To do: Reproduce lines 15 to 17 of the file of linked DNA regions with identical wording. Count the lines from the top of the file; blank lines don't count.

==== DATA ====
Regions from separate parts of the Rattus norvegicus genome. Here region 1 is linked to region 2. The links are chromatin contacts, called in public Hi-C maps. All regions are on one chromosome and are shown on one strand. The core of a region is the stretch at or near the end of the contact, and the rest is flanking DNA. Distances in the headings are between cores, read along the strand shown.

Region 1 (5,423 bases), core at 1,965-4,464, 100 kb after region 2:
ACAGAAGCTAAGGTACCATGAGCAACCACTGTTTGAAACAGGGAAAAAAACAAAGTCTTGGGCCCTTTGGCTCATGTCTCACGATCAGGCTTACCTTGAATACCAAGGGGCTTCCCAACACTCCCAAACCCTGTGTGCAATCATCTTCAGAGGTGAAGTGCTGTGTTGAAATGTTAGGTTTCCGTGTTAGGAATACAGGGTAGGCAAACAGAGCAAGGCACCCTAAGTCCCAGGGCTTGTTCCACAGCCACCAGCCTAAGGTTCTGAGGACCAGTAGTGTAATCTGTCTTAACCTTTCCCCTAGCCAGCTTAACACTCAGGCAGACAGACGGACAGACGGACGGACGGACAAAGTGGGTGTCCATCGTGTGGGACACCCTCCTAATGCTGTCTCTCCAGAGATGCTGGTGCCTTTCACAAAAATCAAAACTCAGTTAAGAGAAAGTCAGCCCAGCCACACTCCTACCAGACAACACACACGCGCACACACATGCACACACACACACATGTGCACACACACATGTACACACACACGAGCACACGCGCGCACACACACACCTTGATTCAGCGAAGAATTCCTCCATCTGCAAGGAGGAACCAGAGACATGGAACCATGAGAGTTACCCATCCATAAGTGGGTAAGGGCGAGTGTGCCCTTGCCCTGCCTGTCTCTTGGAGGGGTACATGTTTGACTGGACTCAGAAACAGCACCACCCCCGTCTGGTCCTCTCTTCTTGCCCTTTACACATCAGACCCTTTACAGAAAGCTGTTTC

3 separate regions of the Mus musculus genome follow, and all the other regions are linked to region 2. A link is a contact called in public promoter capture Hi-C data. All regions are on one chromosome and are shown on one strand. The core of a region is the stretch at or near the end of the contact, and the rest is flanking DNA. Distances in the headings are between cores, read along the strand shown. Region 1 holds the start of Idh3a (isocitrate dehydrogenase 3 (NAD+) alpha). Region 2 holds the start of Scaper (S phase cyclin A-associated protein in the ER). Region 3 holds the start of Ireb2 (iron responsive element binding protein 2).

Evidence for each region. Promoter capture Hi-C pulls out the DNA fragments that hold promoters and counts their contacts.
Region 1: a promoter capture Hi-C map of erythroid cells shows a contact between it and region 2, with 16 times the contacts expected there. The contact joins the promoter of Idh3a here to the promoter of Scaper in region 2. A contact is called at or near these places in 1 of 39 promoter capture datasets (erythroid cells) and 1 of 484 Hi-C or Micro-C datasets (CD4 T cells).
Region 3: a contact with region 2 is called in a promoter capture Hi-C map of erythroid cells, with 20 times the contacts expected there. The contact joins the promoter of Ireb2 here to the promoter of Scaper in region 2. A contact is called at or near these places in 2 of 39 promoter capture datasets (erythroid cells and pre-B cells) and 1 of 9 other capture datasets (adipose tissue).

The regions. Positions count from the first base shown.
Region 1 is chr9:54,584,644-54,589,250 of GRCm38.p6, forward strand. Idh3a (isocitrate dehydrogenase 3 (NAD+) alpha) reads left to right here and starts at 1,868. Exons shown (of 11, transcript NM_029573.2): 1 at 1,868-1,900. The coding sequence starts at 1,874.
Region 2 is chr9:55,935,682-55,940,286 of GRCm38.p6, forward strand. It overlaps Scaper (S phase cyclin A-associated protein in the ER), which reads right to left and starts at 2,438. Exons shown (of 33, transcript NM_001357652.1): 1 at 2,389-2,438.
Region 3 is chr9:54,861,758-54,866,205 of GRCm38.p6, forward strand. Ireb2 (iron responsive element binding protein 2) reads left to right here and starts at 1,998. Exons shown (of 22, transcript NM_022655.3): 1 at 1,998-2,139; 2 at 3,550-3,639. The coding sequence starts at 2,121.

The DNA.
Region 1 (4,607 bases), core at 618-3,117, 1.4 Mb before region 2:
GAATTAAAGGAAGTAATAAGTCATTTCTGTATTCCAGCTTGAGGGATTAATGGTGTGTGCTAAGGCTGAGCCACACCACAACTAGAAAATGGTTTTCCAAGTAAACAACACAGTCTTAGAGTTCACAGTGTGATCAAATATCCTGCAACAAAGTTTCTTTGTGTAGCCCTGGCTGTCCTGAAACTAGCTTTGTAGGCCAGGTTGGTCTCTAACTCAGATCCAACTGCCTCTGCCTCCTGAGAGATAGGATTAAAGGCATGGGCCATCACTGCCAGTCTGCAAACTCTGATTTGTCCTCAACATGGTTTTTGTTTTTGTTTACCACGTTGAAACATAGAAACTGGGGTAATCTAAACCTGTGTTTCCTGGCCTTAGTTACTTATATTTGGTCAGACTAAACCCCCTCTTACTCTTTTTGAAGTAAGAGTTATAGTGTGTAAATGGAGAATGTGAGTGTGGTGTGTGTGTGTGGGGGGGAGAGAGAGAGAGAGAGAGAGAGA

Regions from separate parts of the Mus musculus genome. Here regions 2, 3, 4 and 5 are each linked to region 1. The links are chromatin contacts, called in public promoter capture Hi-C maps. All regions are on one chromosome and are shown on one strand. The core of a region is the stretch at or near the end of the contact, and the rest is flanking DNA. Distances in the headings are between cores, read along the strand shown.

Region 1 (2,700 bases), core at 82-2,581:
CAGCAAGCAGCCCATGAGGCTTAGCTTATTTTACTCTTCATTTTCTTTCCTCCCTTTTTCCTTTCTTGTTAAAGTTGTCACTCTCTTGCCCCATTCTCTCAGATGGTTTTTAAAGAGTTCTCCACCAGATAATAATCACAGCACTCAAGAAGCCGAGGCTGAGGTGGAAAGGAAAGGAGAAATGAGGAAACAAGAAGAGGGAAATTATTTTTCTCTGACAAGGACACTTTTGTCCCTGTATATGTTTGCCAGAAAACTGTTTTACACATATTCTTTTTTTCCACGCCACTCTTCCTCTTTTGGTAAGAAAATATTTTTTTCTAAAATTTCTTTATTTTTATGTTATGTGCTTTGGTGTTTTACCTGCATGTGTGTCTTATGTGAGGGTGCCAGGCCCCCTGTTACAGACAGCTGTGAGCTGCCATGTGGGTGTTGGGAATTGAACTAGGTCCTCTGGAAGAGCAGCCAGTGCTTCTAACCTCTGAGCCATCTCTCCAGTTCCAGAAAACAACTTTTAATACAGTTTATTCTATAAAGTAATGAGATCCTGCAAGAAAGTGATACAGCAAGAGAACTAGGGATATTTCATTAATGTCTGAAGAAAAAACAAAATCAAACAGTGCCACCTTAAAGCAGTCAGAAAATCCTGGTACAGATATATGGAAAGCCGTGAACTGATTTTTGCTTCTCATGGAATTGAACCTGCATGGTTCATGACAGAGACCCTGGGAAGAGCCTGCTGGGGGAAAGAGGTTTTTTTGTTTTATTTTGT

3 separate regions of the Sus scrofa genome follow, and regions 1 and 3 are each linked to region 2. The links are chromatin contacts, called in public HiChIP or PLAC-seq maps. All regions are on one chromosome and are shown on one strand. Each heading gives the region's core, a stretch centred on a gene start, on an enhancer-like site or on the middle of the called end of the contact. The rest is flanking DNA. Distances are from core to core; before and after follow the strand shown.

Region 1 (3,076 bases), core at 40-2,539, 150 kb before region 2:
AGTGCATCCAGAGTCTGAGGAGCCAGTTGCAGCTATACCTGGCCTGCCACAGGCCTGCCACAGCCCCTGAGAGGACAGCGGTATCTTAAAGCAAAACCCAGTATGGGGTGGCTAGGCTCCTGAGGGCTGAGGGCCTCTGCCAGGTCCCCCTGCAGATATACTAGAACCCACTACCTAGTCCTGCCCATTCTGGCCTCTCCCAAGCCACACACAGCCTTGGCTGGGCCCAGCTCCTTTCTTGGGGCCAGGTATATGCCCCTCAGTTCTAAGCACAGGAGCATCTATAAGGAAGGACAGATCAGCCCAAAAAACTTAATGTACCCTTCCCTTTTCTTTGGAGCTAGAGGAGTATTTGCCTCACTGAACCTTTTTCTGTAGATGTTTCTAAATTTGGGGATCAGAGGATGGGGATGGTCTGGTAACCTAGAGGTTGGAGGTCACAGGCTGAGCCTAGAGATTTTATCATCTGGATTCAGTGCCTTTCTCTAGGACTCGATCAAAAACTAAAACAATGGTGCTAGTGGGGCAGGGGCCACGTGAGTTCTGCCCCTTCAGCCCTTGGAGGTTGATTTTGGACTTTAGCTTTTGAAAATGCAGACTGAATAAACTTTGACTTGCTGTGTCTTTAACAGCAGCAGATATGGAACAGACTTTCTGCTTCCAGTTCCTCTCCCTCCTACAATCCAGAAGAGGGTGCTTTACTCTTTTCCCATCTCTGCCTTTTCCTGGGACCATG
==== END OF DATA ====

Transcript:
Regions from separate parts of the Mus musculus genome. Here regions 2, 3, 4 and 5 are each linked to region 1. The links are chromatin contacts, called in public promoter capture Hi-C maps. All regions are on one chromosome and are shown on one strand. The core of a region is the stretch at or near the end of the contact, and the rest is flanking DNA. Distances in the headings are between cores, read along the strand shown.

Region 1 (2,700 bases), core at 82-2,581:
CAGCAAGCAGCCCATGAGGCTTAGCTTATTTTACTCTTCATTTTCTTTCCTCCCTTTTTCCTTTCTTGTTAAAGTTGTCACTCTCTTGCCCCATTCTCTCAGATGGTTTTTAAAGAGTTCTCCACCAGATAATAATCACAGCACTCAAGAAGCCGAGGCTGAGGTGGAAAGGAAAGGAGAAATGAGGAAACAAGAAGAGGGAAATTATTTTTCTCTGACAAGGACACTTTTGTCCCTGTATATGTTTGCCAGAAAACTGTTTTACACATATTCTTTTTTTCCACGCCACTCTTCCTCTTTTGGTAAGAAAATATTTTTTTCTAAAATTTCTTTATTTTTATGTTATGTGCTTTGGTGTTTTACCTGCATGTGTGTCTTATGTGAGGGTGCCAGGCCCCCTGTTACAGACAGCTGTGAGCTGCCATGTGGGTGTTGGGAATTGAACTAGGTCCTCTGGAAGAGCAGCCAGTGCTTCTAACCTCTGAGCCATCTCTCCAGTTCCAGAAAACAACTTTTAATACAGTTTATTCTATAAAGTAATGAGATCCTGCAAGAAAGTGATACAGCAAGAGAACTAGGGATATTTCATTAATGTCTGAAGAAAAAACAAAATCAAACAGTGCCACCTTAAAGCAGTCAGAAAATCCTGGTACAGATATATGGAAAGCCGTGAACTGATTTTTGCTTCTCATGGAATTGAACCTGCATGGTTCATGACAGAGACCCTGGGAAGAGCCTGCTGGGGGAAAGAGGTTTTTTTGTTTTATTTTGT